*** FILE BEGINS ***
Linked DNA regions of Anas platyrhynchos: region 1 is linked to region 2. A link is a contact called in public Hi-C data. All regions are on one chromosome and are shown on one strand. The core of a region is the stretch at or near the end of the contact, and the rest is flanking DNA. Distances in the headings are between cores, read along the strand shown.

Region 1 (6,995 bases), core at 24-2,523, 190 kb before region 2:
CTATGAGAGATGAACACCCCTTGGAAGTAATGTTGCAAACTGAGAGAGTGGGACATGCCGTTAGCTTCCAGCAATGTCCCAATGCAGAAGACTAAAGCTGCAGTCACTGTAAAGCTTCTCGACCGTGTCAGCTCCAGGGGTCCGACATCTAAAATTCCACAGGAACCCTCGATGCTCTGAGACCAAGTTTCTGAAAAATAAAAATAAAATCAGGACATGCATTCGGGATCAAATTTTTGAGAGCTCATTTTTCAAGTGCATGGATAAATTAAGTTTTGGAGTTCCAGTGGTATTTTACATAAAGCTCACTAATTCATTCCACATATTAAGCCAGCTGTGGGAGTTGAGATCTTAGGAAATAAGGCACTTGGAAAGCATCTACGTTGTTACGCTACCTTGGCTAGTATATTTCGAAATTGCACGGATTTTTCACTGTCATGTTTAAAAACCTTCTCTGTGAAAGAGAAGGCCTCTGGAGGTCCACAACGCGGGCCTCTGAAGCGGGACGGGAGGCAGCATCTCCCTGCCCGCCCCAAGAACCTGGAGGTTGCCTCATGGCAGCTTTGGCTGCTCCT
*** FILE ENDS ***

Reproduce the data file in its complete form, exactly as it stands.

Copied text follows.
Linked DNA regions of Anas platyrhynchos: region 1 is linked to region 2. A link is a contact called in public Hi-C data. All regions are on one chromosome and are shown on one strand. The core of a region is the stretch at or near the end of the contact, and the rest is flanking DNA. Distances in the headings are between cores, read along the strand shown.

Region 1 (6,995 bases), core at 24-2,523, 190 kb before region 2:
CTATGAGAGATGAACACCCCTTGGAAGTAATGTTGCAAACTGAGAGAGTGGGACATGCCGTTAGCTTCCAGCAATGTCCCAATGCAGAAGACTAAAGCTGCAGTCACTGTAAAGCTTCTCGACCGTGTCAGCTCCAGGGGTCCGACATCTAAAATTCCACAGGAACCCTCGATGCTCTGAGACCAAGTTTCTGAAAAATAAAAATAAAATCAGGACATGCATTCGGGATCAAATTTTTGAGAGCTCATTTTTCAAGTGCATGGATAAATTAAGTTTTGGAGTTCCAGTGGTATTTTACATAAAGCTCACTAATTCATTCCACATATTAAGCCAGCTGTGGGAGTTGAGATCTTAGGAAATAAGGCACTTGGAAAGCATCTACGTTGTTACGCTACCTTGGCTAGTATATTTCGAAATTGCACGGATTTTTCACTGTCATGTTTAAAAACCTTCTCTGTGAAAGAGAAGGCCTCTGGAGGTCCACAACGCGGGCCTCTGAAGCGGGACGGGAGGCAGCATCTCCCTGCCCGCCCCAAGAACCTGGAGGTTGCCTCATGGCAGCTTTGGCTGCTCCT